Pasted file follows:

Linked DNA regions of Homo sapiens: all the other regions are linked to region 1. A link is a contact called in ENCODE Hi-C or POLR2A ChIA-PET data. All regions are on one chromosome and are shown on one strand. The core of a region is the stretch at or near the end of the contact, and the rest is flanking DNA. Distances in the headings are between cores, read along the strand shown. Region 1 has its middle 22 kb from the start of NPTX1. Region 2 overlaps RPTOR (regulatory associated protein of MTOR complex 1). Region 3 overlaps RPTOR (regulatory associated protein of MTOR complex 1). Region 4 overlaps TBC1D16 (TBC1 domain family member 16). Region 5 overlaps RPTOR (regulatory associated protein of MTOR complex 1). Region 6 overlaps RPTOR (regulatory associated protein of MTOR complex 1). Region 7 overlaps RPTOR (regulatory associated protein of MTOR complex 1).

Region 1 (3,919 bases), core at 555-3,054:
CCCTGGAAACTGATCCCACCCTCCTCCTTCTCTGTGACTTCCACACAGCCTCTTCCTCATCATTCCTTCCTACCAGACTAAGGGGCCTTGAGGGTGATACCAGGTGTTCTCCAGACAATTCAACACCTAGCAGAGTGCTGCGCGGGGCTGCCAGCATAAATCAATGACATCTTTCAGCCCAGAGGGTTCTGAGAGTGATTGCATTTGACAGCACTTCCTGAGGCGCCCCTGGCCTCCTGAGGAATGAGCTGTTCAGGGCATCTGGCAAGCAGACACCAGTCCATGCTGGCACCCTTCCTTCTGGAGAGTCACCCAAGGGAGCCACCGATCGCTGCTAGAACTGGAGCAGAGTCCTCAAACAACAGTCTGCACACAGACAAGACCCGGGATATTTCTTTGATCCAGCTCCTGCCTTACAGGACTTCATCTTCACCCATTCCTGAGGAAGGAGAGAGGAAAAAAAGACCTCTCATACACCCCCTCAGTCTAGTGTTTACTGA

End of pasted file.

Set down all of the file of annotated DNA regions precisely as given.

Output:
Linked DNA regions of Homo sapiens: all the other regions are linked to region 1. A link is a contact called in ENCODE Hi-C or POLR2A ChIA-PET data. All regions are on one chromosome and are shown on one strand. The core of a region is the stretch at or near the end of the contact, and the rest is flanking DNA. Distances in the headings are between cores, read along the strand shown. Region 1 has its middle 22 kb from the start of NPTX1. Region 2 overlaps RPTOR (regulatory associated protein of MTOR complex 1). Region 3 overlaps RPTOR (regulatory associated protein of MTOR complex 1). Region 4 overlaps TBC1D16 (TBC1 domain family member 16). Region 5 overlaps RPTOR (regulatory associated protein of MTOR complex 1). Region 6 overlaps RPTOR (regulatory associated protein of MTOR complex 1). Region 7 overlaps RPTOR (regulatory associated protein of MTOR complex 1).

Region 1 (3,919 bases), core at 555-3,054:
CCCTGGAAACTGATCCCACCCTCCTCCTTCTCTGTGACTTCCACACAGCCTCTTCCTCATCATTCCTTCCTACCAGACTAAGGGGCCTTGAGGGTGATACCAGGTGTTCTCCAGACAATTCAACACCTAGCAGAGTGCTGCGCGGGGCTGCCAGCATAAATCAATGACATCTTTCAGCCCAGAGGGTTCTGAGAGTGATTGCATTTGACAGCACTTCCTGAGGCGCCCCTGGCCTCCTGAGGAATGAGCTGTTCAGGGCATCTGGCAAGCAGACACCAGTCCATGCTGGCACCCTTCCTTCTGGAGAGTCACCCAAGGGAGCCACCGATCGCTGCTAGAACTGGAGCAGAGTCCTCAAACAACAGTCTGCACACAGACAAGACCCGGGATATTTCTTTGATCCAGCTCCTGCCTTACAGGACTTCATCTTCACCCATTCCTGAGGAAGGAGAGAGGAAAAAAAGACCTCTCATACACCCCCTCAGTCTAGTGTTTACTGA